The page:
Supreme Court Rejects EPA Mercury Rule for Power Plants and Raises Questions about Judicial Deference to Future EPA Rules
On June 29, 2015, the U.S. Supreme Court issued its opinion in Michigan v. EPA, which may have serious implications for the Environmental Protection Agency's ("EPA") ability to regulate hazardous air pollutant emissions from power facilities going forward. 576 U.S. ___ (June 29, 2015). In a 5–4 decision, the Court invalidated EPA regulations setting limits on mercury, arsenic, and acid gas emissions from coal-fired power plants (the "MATS Rule" or "Rule") by determining that EPA should have considered the compliance costs imposed on utilities at the first stage of the Agency's regulatory analysis. The Court's opinion is a solid endorsement of the need for agencies to engage in a cost–benefit analysis in deciding whether to regulate. The opinion is also another example of the Court's gradual shift away from paying broad deference to EPA decisions.
The Clean Air Act authorizes EPA to regulate emissions of hazardous air pollutants from certain stationary sources, such as power plants, refineries, and factories under 42 U.S.C. § 7412. EPA may regulate fossil-fuel-fired power plants only if the Agency first "perform[s] a study of the hazards to public health reasonably anticipated to occur as a result of emissions by [power plants] of [hazardous air pollutants] after imposition of the requirements" imposed by law. 42 U.S.C. § 7412(n)(1)(A). If EPA "finds … regulation is appropriate and necessary after considering the results of the study," it "shall regulate [power plants] under" § 7412. Id.
For the MATS Rule at issue in this case, EPA completed the study required by statute in 1998, 65 Fed. Reg. 79,826 (Dec. 20, 2000), and concluded that regulation of coal- and oil-fired power plants was "appropriate and necessary" in 2000, id. at 79,830. EPA reaffirmed its "appropriate and necessary" finding in 2012 but did not consider costs as part of that statutory analysis. 77 Fed. Reg. 9,326 (Feb. 16, 2012). EPA issued a "Regulatory Impact Analysis" with the new regulation and estimated that the regulation would impose $9.6 billion per year in costs on power plants to implement its requirements. At the same time, the Agency issued a vague estimation of potential benefits from the regulation, which it estimated at $4 million to $6 million per year. Industry groups and more than 20 states sought review of the Rule in the D.C. Circuit, by challenging EPA's refusal to consider costs in its required "appropriate and necessary" analysis. The appellate court upheld EPA's decision not to consider cost, with one judge concurring, in part, and dissenting, in part. See White Stallion Energy Center, LLC v. EPA, 748 F.3d 1222 (2014) (per curiam).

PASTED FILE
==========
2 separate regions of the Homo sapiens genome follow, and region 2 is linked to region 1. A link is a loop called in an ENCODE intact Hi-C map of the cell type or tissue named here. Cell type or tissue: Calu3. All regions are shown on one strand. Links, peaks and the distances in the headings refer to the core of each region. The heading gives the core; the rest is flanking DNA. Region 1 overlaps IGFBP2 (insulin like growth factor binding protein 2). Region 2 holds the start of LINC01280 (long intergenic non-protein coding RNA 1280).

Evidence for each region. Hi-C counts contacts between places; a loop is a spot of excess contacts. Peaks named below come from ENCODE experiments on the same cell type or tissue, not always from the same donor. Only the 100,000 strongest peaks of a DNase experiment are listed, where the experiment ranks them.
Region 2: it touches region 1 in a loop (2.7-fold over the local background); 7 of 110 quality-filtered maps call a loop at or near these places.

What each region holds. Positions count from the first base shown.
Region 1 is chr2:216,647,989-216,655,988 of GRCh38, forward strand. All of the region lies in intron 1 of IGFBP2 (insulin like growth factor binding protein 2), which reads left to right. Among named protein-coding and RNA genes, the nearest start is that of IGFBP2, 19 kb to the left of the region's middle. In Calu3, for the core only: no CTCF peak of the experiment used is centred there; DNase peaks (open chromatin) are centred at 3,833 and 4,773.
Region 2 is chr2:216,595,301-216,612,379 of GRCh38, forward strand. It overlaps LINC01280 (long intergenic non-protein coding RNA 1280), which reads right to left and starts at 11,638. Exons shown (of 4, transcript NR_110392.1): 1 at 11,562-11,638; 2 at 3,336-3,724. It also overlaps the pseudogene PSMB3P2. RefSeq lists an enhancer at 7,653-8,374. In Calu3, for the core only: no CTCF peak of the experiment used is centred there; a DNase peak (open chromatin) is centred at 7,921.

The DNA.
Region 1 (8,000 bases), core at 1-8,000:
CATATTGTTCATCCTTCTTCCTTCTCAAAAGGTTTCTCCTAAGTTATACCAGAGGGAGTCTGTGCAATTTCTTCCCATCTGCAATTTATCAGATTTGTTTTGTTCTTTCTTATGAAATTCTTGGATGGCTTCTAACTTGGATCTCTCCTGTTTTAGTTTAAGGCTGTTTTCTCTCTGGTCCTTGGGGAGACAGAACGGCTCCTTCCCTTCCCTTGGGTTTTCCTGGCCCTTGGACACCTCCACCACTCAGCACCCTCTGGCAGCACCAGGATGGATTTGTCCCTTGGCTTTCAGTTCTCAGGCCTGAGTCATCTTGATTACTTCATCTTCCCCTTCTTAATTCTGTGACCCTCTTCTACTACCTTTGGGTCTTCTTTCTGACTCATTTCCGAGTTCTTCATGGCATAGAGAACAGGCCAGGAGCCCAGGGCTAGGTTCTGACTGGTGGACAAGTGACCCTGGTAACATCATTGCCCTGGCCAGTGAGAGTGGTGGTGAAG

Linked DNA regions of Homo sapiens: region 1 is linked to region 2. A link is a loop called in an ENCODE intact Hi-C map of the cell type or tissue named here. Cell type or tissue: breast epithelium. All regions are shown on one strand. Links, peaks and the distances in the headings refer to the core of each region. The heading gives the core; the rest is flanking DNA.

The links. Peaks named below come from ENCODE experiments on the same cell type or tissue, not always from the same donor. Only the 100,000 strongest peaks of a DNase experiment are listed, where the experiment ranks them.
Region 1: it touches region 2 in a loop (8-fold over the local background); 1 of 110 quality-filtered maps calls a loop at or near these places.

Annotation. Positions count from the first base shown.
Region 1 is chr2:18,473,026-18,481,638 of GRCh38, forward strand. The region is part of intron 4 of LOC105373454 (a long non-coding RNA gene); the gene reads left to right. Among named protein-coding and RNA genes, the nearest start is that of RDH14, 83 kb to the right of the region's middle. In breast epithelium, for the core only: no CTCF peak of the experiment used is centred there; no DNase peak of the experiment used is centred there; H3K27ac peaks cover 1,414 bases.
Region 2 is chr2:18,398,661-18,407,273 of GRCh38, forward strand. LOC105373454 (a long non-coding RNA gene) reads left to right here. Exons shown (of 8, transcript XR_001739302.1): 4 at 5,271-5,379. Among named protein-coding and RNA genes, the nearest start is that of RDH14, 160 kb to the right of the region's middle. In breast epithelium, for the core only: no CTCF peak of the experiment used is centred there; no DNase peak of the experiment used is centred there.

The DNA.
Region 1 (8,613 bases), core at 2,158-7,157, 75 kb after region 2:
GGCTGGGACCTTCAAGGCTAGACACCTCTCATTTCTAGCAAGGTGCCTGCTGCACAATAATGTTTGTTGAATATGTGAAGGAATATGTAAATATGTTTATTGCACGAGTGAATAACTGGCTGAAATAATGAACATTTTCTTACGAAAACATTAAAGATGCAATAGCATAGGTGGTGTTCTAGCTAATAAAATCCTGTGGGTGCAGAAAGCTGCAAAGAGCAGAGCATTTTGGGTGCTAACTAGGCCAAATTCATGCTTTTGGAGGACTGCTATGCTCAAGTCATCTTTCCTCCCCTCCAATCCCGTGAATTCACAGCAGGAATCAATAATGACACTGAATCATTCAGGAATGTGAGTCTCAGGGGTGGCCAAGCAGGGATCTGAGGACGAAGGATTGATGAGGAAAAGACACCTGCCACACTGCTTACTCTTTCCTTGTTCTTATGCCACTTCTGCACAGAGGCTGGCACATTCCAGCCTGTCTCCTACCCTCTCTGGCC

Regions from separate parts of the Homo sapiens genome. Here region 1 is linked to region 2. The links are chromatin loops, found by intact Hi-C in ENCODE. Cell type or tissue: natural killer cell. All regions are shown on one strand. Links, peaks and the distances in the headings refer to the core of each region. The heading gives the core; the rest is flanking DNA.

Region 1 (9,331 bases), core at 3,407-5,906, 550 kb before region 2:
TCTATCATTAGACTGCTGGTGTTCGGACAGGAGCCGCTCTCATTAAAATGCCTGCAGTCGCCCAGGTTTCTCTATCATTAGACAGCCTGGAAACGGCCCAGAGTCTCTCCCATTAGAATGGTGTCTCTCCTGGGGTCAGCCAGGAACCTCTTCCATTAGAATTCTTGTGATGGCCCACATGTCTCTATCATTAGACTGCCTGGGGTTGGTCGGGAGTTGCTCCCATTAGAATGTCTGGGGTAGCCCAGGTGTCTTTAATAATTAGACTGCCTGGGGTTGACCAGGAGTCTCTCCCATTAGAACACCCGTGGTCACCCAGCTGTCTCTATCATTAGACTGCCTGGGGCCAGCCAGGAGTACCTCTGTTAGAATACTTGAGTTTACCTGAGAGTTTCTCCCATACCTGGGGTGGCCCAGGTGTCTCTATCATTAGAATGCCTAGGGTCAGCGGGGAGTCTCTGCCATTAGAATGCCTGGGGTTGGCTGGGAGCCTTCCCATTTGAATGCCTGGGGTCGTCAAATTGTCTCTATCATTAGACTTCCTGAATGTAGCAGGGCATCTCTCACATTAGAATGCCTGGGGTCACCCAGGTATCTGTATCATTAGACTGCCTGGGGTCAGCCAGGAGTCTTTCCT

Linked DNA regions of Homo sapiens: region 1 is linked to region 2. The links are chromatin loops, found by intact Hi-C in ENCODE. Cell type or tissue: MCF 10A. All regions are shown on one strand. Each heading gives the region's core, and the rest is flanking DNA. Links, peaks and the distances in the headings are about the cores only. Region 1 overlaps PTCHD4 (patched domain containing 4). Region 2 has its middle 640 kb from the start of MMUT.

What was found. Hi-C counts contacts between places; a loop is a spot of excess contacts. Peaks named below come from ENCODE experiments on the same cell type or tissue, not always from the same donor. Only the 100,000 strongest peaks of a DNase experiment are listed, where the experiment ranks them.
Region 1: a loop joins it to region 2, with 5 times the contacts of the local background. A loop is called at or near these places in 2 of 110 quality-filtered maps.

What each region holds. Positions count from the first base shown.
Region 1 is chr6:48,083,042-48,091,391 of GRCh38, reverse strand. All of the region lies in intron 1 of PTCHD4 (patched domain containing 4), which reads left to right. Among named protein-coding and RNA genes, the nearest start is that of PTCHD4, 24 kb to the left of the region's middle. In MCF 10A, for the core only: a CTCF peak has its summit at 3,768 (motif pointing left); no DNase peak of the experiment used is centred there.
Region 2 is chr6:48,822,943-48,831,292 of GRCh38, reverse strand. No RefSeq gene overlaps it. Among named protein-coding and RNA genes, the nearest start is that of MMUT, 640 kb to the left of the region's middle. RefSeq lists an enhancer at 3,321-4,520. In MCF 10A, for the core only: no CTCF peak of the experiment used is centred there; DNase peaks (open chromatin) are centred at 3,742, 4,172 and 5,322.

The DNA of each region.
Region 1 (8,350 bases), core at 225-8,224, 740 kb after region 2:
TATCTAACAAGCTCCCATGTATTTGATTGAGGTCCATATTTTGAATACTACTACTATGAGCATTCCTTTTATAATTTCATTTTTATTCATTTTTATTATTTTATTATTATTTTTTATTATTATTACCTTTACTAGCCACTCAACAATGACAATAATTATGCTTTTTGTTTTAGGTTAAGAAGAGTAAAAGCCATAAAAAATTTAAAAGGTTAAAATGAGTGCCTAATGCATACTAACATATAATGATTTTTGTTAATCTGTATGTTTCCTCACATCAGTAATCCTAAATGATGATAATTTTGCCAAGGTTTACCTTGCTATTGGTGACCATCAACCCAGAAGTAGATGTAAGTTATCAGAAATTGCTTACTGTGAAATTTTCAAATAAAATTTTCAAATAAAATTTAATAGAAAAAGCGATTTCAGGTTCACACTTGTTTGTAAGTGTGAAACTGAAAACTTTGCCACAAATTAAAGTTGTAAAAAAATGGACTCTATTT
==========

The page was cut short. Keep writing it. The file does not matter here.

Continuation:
The Supreme Court granted certiorari to consider whether EPA unreasonably refused to consider costs in determining whether it is appropriate to regulate hazardous air pollutants emitted by electric utilities. With Justice Scalia writing for the Court, the majority reviewed the Agency's decision not to consider costs at the "appropriate and necessary" stage of regulation under Chevron USA Inc. v. Natural Resources Defense Council, Inc., 467 U.S. 837 (1984). While acknowledging that "Chevron directs courts to accept an agency's reasonable resolution of an ambiguity in a statute that the agency administers," the Court explained that "[e]ven under this deferential standard … agencies must operate within the bounds of reasonable interpretation." After examining traditional administrative practice and statutory context, the Court concluded that EPA acted unreasonably in concluding that the phrase "appropriate and necessary" did not require a consideration of cost. Indeed, it held that the "Agency must consider cost—including, most importantly, cost of compliance—before deciding whether regulation is appropriate and necessary." The Court reversed the D.C. Circuit and remanded for further proceedings.
In concurrence, Justice Thomas wrote that EPA's "request for deference raises serious questions about the constitutionality of [the Court's] broader practice of deferring to agency interpretations of federal statutes" under Chevron. The dissent, authored by Justice Kagan, argued that EPA's examination of costs later in the regulatory process was enough to pass muster under § 7412. The dissent made clear, however, that "EPA's power plant regulation would be unreasonable if the Agency gave cost no thought at all." It continued that "[c]ost is almost always a relevant—and usually, a highly important—factor in regulation." In fact, the dissent stated that EPA could "take account of multiple factors related to costs of compliance" to "avoid impracticable regulatory burdens" at the categorization and subcategorization stage for certain types of facilities. The dissent did not agree, however, that costs must be considered at the first stage of regulation under § 7412.